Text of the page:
A good Christmas in the shops and suddenly, for the retailers at least, spring has sprung. For embattled Marks & Spencer, at least, it seems to have sprung big.
This not just a British thing. The first couple of weeks of the year are the time of global consumerfest, when two of the world's biggest consumer industries set out their wares. In Detroit the world's biggest manufacturing industry, automobiles, is showing how it hopes to keep the world's biggest market buying its products. And in Las Vegas the world's fastest-growing industry, consumer electronics, has just wound up its annual show. Next week comes the Macworld Expo in San Francisco, where Apple is expected to showcase something new.
The point is simple. If the world's consumers - and particularly American ones - can be persuaded to keep spending, the world economy will keep growing. In the run-up to Christmas there were a lot of doubts here, and some in the US and on the Continent, about our willingness to keep spending. Now these seem to have evaporated a bit.
Most of the time, when economists talk about what will happen to the world economy they focus on the big macroeconomic forces. They ask questions about what might affect people's willingness to go on spending. These include things such as the trend in house prices, whether unemployment is rising or falling, what happens to interest rates, and whether taxes might go up.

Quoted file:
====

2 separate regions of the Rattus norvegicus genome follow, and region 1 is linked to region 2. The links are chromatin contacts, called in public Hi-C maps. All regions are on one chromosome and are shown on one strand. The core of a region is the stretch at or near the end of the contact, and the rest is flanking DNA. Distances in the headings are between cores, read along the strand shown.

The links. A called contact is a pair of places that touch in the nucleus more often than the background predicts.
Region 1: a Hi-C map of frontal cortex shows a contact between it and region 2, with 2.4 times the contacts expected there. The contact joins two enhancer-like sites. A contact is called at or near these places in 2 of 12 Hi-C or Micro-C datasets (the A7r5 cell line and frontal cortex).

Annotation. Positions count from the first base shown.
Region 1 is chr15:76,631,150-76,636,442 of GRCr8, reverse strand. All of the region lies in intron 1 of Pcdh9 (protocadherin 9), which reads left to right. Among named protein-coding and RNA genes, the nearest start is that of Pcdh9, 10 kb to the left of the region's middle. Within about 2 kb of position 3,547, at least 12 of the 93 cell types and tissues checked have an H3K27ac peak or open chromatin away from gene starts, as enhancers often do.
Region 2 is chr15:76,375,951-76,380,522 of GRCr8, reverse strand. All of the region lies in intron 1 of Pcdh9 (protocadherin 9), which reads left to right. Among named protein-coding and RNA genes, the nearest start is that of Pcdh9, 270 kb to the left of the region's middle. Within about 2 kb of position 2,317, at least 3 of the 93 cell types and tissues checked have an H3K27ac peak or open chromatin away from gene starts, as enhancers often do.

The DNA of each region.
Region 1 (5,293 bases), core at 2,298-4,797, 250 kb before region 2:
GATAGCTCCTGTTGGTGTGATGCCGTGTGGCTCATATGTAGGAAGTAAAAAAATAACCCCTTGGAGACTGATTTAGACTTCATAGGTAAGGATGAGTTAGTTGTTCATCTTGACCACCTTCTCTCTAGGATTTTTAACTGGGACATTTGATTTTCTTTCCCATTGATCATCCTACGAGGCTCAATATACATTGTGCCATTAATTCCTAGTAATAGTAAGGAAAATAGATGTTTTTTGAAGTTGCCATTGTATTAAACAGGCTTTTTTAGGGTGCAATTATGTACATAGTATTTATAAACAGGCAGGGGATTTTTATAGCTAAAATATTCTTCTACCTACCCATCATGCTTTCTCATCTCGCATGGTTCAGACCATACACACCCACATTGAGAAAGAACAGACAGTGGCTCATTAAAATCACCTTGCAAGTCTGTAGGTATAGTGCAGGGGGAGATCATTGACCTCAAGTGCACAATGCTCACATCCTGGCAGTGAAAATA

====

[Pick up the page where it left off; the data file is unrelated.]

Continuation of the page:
There is nothing wrong with this sort of analysis, for it is the basic building blocks out of which we have to figure what might happen to the world economy. But there is another altogether different influence, which is whether the world producers can come up with things we consumers want to buy.
There are two seismic forces affecting the supply of goods for Western consumers. One is the drive of established manufacturers to develop new products; the other the drive of new countries in the global economy to bring ever cheaper goods to market. You can get a feeling from those two trade shows for the way in which both an "old" industry, motor cars, and a "new" one, consumer electronics, are frantically trying to develop the next generation of must-have products.
In Detroit, the mood was down-beat. The US motor industry is in trouble, with Americans being forced to switch out of their four-wheel-drives by high fuel prices. Instead they are buying hybrids, in which Toyota and Honda have scooped the pool, or smaller and less-profitable US products.
So, nothing terribly enticing there. Indeed the most intriguing bit of news was that this was the first Detroit Auto Show at which a Chinese company exhibited. Geely Automotive Holdings showed a rather boring car and does not propose selling on the US market for a couple of years. But given the fact that China is selling cars on the home market at two-thirds of the price of imported ones, you can see how things may go in a few years' time.
By contrast, in Las Vegas, the beat was clearly up. There was lots of new stuff, including products that even Americans surely find superfluous. But if you really want a digital pen that stores what you write electronically, or an intelligent oven which is connected to the internet, then Las Vegas was the place to see them.